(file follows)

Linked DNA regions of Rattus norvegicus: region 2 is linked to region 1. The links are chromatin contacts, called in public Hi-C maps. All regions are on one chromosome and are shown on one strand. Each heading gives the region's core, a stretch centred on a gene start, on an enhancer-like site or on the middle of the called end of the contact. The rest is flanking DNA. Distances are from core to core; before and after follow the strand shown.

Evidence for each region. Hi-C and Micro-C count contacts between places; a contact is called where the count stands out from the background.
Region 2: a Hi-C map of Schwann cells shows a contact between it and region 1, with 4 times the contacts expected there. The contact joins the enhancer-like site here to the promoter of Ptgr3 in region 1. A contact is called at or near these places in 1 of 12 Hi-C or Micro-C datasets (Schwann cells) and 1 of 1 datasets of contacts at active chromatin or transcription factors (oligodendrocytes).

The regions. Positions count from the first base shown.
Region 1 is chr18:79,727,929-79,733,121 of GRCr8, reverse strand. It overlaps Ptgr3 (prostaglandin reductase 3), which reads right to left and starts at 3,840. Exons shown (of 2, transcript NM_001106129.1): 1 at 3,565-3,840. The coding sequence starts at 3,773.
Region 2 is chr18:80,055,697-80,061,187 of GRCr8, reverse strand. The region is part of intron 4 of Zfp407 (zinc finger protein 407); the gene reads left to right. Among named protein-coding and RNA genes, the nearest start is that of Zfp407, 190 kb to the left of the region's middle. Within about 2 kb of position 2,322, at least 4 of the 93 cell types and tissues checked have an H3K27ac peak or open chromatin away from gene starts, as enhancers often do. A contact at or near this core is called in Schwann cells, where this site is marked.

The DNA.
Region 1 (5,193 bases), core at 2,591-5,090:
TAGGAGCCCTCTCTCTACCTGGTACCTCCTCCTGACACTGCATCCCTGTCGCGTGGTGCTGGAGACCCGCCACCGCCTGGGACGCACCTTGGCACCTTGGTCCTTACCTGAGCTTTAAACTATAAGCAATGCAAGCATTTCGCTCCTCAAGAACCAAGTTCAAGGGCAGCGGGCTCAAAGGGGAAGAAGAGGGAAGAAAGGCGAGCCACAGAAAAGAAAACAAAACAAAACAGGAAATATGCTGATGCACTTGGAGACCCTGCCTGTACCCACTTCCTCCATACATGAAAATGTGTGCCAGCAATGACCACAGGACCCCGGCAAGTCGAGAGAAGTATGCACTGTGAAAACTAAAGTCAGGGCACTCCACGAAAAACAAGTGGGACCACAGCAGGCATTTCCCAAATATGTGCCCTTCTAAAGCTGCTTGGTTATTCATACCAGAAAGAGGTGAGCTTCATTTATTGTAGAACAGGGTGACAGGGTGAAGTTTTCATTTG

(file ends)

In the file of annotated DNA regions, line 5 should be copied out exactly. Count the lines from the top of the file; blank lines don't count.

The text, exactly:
Region 1 is chr18:79,727,929-79,733,121 of GRCr8, reverse strand. It overlaps Ptgr3 (prostaglandin reductase 3), which reads right to left and starts at 3,840. Exons shown (of 2, transcript NM_001106129.1): 1 at 3,565-3,840. The coding sequence starts at 3,773.